1990 Era computer room

jwsmobile jws at jwsss.com
Wed Jun 24 13:40:11 CDT 2015

On 6/24/2015 9:33 AM, J. David Bryan wrote:
> On Tuesday, June 23, 2015 at 22:14, jwsmobile wrote:
>> Also I don't recall the Data Products ever scaling as fast by
>> restricting columns.  At least our 2230, 2260 and 2290 UC only and 96
>> character set printers didn't.  Got the same speed regardless of the
>> columns on those Data Products printers.
> The HP 2767A service manual (02767-90002, available from Bitsavers) is a
> reprint of the Data Products 2310 service manual.  Page 1-17 says:
The Data Products 2310 isn't a 2230, 2260, or 2290.  Those are later 
models than the one
that is being discussed here.  When you fired all the same characters on 
these printers, however
the printer almost seemed like it wanted to move with a 64 character 
model.  It was possible to get
it to do that if you studied how to get the right pattern of characters.

>    "The printer receives data from the user system and stores up to 20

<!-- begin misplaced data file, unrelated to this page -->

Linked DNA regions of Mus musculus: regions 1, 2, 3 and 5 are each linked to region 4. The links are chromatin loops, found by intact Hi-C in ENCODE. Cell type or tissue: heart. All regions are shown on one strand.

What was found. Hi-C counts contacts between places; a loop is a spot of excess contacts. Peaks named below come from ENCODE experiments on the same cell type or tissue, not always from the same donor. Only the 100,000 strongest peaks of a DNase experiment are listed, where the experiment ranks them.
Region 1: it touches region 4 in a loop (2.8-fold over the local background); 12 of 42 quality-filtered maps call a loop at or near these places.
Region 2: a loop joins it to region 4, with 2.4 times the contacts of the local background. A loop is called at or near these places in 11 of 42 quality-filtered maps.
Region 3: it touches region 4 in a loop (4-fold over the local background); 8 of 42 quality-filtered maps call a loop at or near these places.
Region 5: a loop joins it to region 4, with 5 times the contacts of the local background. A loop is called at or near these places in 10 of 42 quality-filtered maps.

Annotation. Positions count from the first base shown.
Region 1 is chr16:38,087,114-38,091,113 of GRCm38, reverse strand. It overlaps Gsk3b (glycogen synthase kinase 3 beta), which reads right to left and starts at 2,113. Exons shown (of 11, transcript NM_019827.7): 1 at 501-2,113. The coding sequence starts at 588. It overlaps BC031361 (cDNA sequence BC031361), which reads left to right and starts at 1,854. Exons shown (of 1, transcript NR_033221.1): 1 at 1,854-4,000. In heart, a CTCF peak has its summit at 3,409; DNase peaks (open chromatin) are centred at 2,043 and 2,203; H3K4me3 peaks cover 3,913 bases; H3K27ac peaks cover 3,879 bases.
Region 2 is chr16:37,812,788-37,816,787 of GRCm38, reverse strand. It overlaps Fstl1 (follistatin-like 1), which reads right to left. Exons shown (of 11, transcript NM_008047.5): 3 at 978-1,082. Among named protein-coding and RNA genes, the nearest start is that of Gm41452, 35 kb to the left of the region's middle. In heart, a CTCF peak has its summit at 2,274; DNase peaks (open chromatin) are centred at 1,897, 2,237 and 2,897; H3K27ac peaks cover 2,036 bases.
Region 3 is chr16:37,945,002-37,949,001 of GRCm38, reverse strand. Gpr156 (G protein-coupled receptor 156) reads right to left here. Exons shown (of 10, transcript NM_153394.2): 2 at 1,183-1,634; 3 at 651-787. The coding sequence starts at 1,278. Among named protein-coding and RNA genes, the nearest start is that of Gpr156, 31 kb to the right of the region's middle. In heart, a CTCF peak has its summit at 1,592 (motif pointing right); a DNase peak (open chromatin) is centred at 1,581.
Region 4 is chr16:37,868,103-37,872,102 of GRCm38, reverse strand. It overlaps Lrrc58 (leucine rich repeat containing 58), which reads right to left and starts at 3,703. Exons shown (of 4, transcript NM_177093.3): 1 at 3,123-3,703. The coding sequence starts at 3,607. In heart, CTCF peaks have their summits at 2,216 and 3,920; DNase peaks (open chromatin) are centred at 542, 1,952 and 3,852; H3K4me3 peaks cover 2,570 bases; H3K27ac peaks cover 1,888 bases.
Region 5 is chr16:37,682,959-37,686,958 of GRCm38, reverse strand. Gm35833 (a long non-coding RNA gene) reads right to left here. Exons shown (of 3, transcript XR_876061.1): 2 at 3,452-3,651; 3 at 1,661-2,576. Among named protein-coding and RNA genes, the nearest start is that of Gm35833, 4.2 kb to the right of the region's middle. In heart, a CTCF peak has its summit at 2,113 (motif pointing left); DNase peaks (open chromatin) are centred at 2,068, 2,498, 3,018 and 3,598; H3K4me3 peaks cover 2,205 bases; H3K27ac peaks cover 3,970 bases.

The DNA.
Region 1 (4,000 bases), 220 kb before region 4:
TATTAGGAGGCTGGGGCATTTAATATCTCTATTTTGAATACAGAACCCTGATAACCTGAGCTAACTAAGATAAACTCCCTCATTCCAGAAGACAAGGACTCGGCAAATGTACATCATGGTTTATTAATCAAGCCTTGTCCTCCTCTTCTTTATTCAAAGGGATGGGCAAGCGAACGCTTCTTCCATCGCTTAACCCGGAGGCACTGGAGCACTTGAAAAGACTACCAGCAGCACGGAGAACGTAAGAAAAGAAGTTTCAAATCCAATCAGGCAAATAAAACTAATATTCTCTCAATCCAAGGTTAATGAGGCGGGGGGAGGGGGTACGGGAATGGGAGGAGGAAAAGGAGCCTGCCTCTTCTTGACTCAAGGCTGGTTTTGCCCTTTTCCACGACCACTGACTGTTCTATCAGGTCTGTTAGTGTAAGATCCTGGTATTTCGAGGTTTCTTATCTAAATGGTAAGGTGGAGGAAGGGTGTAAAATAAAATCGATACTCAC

>     characters in the buffer memory.  [...]  A full line of data is
>     printed in four zones, each zone having 20 consecutive print
>     positions.  In this manner, the printer's 20 hammer drivers can be
>     time-shared among the 80 print positions."
> ...and the spec on page 1-5 says the print rate for the 64-character drum
> is 356 lines per minute for 80 columns, 460 lpm for 60 columns, 650 lpm for
> 40 columns, and 1110 lpm for 20 columns.
> I tested a 2767A as a customer of the HP Rockville, MD office in the early
> 1970s.  As I recall, the character set wasn't staggered on the drum, and
> the hammer force was constant, regardless of glyph area.  The result of
> printing a line of hyphens -- or worse, a line of periods -- was a very
> loud bang and a neatly perfed page.
>                                        -- Dave

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